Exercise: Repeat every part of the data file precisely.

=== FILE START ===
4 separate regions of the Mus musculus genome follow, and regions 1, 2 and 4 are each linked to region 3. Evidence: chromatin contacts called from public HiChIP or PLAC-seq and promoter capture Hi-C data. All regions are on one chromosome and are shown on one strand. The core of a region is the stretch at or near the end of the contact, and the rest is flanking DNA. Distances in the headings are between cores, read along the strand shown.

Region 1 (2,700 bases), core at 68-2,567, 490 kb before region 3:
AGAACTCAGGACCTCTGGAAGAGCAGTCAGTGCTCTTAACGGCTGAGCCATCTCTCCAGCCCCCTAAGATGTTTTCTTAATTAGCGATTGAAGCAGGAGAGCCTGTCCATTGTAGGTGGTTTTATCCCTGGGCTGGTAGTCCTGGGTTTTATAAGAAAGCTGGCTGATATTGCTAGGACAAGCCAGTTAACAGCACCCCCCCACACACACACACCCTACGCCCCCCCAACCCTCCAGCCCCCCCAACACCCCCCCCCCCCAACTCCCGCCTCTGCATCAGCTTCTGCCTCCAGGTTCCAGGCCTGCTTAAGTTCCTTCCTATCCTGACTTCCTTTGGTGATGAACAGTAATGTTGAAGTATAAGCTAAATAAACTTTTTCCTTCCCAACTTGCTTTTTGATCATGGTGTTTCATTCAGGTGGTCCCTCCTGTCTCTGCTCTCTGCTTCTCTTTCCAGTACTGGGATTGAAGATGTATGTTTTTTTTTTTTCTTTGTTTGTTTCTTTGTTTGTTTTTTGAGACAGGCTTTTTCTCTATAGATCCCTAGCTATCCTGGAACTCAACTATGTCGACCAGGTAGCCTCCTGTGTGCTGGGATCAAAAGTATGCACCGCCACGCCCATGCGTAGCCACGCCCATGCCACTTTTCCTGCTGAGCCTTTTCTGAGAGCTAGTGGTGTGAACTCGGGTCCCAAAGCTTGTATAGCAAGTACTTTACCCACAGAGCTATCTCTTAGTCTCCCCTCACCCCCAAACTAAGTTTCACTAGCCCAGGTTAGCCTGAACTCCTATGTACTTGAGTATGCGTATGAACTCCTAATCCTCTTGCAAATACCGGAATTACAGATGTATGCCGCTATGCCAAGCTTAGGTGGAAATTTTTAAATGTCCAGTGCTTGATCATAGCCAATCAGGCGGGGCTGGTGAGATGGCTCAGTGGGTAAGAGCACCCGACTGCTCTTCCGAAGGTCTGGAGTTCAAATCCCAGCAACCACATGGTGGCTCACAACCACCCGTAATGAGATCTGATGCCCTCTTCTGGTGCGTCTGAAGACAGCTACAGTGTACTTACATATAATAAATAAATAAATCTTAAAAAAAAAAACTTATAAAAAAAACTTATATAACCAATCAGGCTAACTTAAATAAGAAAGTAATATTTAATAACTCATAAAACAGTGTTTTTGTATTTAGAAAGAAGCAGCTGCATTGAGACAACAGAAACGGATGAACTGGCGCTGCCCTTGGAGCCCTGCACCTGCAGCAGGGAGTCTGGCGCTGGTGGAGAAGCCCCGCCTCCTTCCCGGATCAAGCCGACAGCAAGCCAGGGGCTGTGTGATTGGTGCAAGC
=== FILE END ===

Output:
4 separate regions of the Mus musculus genome follow, and regions 1, 2 and 4 are each linked to region 3. Evidence: chromatin contacts called from public HiChIP or PLAC-seq and promoter capture Hi-C data. All regions are on one chromosome and are shown on one strand. The core of a region is the stretch at or near the end of the contact, and the rest is flanking DNA. Distances in the headings are between cores, read along the strand shown.

Region 1 (2,700 bases), core at 68-2,567, 490 kb before region 3:
AGAACTCAGGACCTCTGGAAGAGCAGTCAGTGCTCTTAACGGCTGAGCCATCTCTCCAGCCCCCTAAGATGTTTTCTTAATTAGCGATTGAAGCAGGAGAGCCTGTCCATTGTAGGTGGTTTTATCCCTGGGCTGGTAGTCCTGGGTTTTATAAGAAAGCTGGCTGATATTGCTAGGACAAGCCAGTTAACAGCACCCCCCCACACACACACACCCTACGCCCCCCCAACCCTCCAGCCCCCCCAACACCCCCCCCCCCCAACTCCCGCCTCTGCATCAGCTTCTGCCTCCAGGTTCCAGGCCTGCTTAAGTTCCTTCCTATCCTGACTTCCTTTGGTGATGAACAGTAATGTTGAAGTATAAGCTAAATAAACTTTTTCCTTCCCAACTTGCTTTTTGATCATGGTGTTTCATTCAGGTGGTCCCTCCTGTCTCTGCTCTCTGCTTCTCTTTCCAGTACTGGGATTGAAGATGTATGTTTTTTTTTTTTCTTTGTTTGTTTCTTTGTTTGTTTTTTGAGACAGGCTTTTTCTCTATAGATCCCTAGCTATCCTGGAACTCAACTATGTCGACCAGGTAGCCTCCTGTGTGCTGGGATCAAAAGTATGCACCGCCACGCCCATGCGTAGCCACGCCCATGCCACTTTTCCTGCTGAGCCTTTTCTGAGAGCTAGTGGTGTGAACTCGGGTCCCAAAGCTTGTATAGCAAGTACTTTACCCACAGAGCTATCTCTTAGTCTCCCCTCACCCCCAAACTAAGTTTCACTAGCCCAGGTTAGCCTGAACTCCTATGTACTTGAGTATGCGTATGAACTCCTAATCCTCTTGCAAATACCGGAATTACAGATGTATGCCGCTATGCCAAGCTTAGGTGGAAATTTTTAAATGTCCAGTGCTTGATCATAGCCAATCAGGCGGGGCTGGTGAGATGGCTCAGTGGGTAAGAGCACCCGACTGCTCTTCCGAAGGTCTGGAGTTCAAATCCCAGCAACCACATGGTGGCTCACAACCACCCGTAATGAGATCTGATGCCCTCTTCTGGTGCGTCTGAAGACAGCTACAGTGTACTTACATATAATAAATAAATAAATCTTAAAAAAAAAAACTTATAAAAAAAACTTATATAACCAATCAGGCTAACTTAAATAAGAAAGTAATATTTAATAACTCATAAAACAGTGTTTTTGTATTTAGAAAGAAGCAGCTGCATTGAGACAACAGAAACGGATGAACTGGCGCTGCCCTTGGAGCCCTGCACCTGCAGCAGGGAGTCTGGCGCTGGTGGAGAAGCCCCGCCTCCTTCCCGGATCAAGCCGACAGCAAGCCAGGGGCTGTGTGATTGGTGCAAGC